Themes and Meanings
The unifying characteristic of this highly idiosyncratic story is the way that it relates the nature of memory to particular memories involving a particular person. At the beginning of the story, the narrator says that he is being chased: The counterpart to his urgency as a child as he fled his father is the urgency that he feels as an adult to recall what his relationship with his father was, and in this way to make that relationship real again.
The narrator’s attention returns repeatedly to the power of his father: “He kneeled—a mountain of shirt-front and trousers.” That he feels unworthy of his father’s doting attention, and at times even feels that he is blackmailing his father, is explained by his father’s erratic personality, by his “disorderly massiveness.” Just as the narrator describes his urgency to recall the past, he recalls the feelings of urgency that his father provoked in him. What he felt was not a sense of physical danger, although his father clearly was a physically overwhelming presence for the young boy; rather, he felt the danger of being bereft of the protection and identity that a father provides: “I could not live without the pride and belonging-to-himness of being that man’s consolation.” The father is recalled as far more than a mere life-sustaining force. He was able to transport his son into a heightened state: “I understood that he was proffering me oblivion plus pleasure.”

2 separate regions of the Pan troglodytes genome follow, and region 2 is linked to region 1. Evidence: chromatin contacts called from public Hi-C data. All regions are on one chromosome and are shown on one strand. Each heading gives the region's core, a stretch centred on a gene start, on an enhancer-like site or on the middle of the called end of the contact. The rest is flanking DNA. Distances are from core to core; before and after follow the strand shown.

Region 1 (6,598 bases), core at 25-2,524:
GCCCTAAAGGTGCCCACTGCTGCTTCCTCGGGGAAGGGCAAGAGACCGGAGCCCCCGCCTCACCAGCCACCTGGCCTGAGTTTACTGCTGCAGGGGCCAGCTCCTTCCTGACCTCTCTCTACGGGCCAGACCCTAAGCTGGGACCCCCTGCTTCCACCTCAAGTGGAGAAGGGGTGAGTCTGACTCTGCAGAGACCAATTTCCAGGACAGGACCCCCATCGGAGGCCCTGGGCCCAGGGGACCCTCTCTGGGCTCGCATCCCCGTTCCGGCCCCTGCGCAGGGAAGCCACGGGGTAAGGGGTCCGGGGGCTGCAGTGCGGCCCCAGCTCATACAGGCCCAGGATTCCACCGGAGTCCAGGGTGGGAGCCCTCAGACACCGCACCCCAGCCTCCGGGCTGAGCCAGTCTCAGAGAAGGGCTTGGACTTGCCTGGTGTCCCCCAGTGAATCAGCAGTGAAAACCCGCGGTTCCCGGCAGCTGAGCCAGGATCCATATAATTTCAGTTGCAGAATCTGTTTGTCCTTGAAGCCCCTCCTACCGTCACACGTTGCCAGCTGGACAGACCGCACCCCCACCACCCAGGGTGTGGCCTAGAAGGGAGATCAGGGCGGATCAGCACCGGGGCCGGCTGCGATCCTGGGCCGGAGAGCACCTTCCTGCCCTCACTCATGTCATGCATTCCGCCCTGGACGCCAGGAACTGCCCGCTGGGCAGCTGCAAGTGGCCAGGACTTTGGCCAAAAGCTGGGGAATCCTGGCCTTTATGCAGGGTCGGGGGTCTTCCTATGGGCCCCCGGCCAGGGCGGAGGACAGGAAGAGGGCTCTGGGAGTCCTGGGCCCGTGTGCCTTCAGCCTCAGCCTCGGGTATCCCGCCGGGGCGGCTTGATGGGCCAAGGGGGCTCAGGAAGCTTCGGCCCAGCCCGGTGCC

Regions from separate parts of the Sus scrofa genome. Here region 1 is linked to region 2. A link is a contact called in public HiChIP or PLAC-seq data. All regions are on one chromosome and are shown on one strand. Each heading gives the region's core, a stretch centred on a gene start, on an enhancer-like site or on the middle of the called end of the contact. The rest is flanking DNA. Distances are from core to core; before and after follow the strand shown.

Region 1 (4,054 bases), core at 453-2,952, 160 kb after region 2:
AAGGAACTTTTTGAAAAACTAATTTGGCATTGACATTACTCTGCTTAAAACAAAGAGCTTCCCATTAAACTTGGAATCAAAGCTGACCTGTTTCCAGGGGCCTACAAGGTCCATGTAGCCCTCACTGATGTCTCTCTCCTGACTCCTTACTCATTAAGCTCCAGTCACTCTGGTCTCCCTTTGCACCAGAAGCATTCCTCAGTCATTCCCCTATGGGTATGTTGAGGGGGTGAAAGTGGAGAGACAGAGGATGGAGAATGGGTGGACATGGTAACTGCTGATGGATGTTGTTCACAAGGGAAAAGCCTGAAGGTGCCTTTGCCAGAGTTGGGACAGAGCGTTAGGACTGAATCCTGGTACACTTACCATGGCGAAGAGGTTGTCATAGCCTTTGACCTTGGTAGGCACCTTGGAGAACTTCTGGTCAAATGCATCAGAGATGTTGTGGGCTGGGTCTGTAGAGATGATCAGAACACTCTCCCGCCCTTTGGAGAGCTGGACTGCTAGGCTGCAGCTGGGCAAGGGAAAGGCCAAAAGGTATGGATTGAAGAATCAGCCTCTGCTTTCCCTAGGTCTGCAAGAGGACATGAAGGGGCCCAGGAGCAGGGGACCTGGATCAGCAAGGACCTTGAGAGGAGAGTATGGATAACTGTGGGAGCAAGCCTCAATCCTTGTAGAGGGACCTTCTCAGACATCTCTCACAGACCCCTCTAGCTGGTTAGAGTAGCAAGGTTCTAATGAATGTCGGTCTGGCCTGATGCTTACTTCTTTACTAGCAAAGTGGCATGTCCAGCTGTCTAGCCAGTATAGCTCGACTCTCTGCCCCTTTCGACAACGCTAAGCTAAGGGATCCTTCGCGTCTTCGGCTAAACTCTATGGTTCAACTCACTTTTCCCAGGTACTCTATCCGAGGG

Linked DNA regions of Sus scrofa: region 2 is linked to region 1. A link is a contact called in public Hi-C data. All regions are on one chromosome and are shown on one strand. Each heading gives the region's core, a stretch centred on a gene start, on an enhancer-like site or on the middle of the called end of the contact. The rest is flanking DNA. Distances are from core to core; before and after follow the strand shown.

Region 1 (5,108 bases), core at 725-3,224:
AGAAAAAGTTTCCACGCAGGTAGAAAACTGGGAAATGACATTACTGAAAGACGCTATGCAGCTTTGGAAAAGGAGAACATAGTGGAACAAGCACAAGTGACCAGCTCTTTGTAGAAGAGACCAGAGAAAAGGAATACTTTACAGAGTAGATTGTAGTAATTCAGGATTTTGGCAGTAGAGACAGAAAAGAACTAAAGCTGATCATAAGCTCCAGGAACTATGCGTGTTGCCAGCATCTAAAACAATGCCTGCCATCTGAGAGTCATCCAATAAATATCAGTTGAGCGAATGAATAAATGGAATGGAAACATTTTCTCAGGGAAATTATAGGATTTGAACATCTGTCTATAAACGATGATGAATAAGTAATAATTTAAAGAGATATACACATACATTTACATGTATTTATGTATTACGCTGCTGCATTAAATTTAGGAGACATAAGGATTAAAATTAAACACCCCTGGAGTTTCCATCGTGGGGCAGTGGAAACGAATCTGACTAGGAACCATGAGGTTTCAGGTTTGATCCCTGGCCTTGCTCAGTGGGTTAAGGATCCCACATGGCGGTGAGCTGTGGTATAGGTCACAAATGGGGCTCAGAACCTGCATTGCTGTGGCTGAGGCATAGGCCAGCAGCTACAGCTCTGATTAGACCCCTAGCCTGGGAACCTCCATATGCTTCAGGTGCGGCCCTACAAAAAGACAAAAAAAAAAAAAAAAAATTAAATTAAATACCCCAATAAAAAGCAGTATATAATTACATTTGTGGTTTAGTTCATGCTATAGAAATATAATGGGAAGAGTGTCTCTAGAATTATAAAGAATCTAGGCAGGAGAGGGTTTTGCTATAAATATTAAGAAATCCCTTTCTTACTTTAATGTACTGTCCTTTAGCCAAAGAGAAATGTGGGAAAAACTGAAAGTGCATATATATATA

(The entire section is 448 words.)